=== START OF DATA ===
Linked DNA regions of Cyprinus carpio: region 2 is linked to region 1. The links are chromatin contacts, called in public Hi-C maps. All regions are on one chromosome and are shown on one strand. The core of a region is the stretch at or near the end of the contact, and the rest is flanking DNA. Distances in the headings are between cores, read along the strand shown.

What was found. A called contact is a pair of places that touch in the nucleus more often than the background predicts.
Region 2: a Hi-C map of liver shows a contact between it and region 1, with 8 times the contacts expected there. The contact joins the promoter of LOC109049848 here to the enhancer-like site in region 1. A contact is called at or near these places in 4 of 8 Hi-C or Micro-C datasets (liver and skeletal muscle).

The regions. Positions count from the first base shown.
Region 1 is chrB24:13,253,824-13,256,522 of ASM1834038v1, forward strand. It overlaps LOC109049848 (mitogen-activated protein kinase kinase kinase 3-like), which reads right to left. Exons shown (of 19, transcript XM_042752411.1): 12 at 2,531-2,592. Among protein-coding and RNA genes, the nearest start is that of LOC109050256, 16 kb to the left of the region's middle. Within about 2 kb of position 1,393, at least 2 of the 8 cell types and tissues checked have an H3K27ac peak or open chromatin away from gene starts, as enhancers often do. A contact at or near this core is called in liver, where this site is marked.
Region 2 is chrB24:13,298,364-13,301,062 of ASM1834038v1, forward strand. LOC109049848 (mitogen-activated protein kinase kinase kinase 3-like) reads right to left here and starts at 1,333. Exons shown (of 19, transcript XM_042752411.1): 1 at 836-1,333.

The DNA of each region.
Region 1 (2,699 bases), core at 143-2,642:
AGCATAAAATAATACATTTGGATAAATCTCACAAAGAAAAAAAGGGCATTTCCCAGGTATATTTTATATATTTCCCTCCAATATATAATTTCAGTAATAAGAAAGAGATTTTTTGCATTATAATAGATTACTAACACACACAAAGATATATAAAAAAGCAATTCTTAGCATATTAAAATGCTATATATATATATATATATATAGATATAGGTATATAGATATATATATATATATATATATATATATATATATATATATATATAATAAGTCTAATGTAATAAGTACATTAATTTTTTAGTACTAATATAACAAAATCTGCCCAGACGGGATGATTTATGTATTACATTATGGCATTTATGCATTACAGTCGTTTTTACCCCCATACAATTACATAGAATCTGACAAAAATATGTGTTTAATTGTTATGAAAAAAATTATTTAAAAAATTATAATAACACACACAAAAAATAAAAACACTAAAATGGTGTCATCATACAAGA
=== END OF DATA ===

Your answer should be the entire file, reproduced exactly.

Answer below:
Linked DNA regions of Cyprinus carpio: region 2 is linked to region 1. The links are chromatin contacts, called in public Hi-C maps. All regions are on one chromosome and are shown on one strand. The core of a region is the stretch at or near the end of the contact, and the rest is flanking DNA. Distances in the headings are between cores, read along the strand shown.

What was found. A called contact is a pair of places that touch in the nucleus more often than the background predicts.
Region 2: a Hi-C map of liver shows a contact between it and region 1, with 8 times the contacts expected there. The contact joins the promoter of LOC109049848 here to the enhancer-like site in region 1. A contact is called at or near these places in 4 of 8 Hi-C or Micro-C datasets (liver and skeletal muscle).

The regions. Positions count from the first base shown.
Region 1 is chrB24:13,253,824-13,256,522 of ASM1834038v1, forward strand. It overlaps LOC109049848 (mitogen-activated protein kinase kinase kinase 3-like), which reads right to left. Exons shown (of 19, transcript XM_042752411.1): 12 at 2,531-2,592. Among protein-coding and RNA genes, the nearest start is that of LOC109050256, 16 kb to the left of the region's middle. Within about 2 kb of position 1,393, at least 2 of the 8 cell types and tissues checked have an H3K27ac peak or open chromatin away from gene starts, as enhancers often do. A contact at or near this core is called in liver, where this site is marked.
Region 2 is chrB24:13,298,364-13,301,062 of ASM1834038v1, forward strand. LOC109049848 (mitogen-activated protein kinase kinase kinase 3-like) reads right to left here and starts at 1,333. Exons shown (of 19, transcript XM_042752411.1): 1 at 836-1,333.

The DNA of each region.
Region 1 (2,699 bases), core at 143-2,642:
AGCATAAAATAATACATTTGGATAAATCTCACAAAGAAAAAAAGGGCATTTCCCAGGTATATTTTATATATTTCCCTCCAATATATAATTTCAGTAATAAGAAAGAGATTTTTTGCATTATAATAGATTACTAACACACACAAAGATATATAAAAAAGCAATTCTTAGCATATTAAAATGCTATATATATATATATATATATAGATATAGGTATATAGATATATATATATATATATATATATATATATATATATATATATATAATAAGTCTAATGTAATAAGTACATTAATTTTTTAGTACTAATATAACAAAATCTGCCCAGACGGGATGATTTATGTATTACATTATGGCATTTATGCATTACAGTCGTTTTTACCCCCATACAATTACATAGAATCTGACAAAAATATGTGTTTAATTGTTATGAAAAAAATTATTTAAAAAATTATAATAACACACACAAAAAATAAAAACACTAAAATGGTGTCATCATACAAGA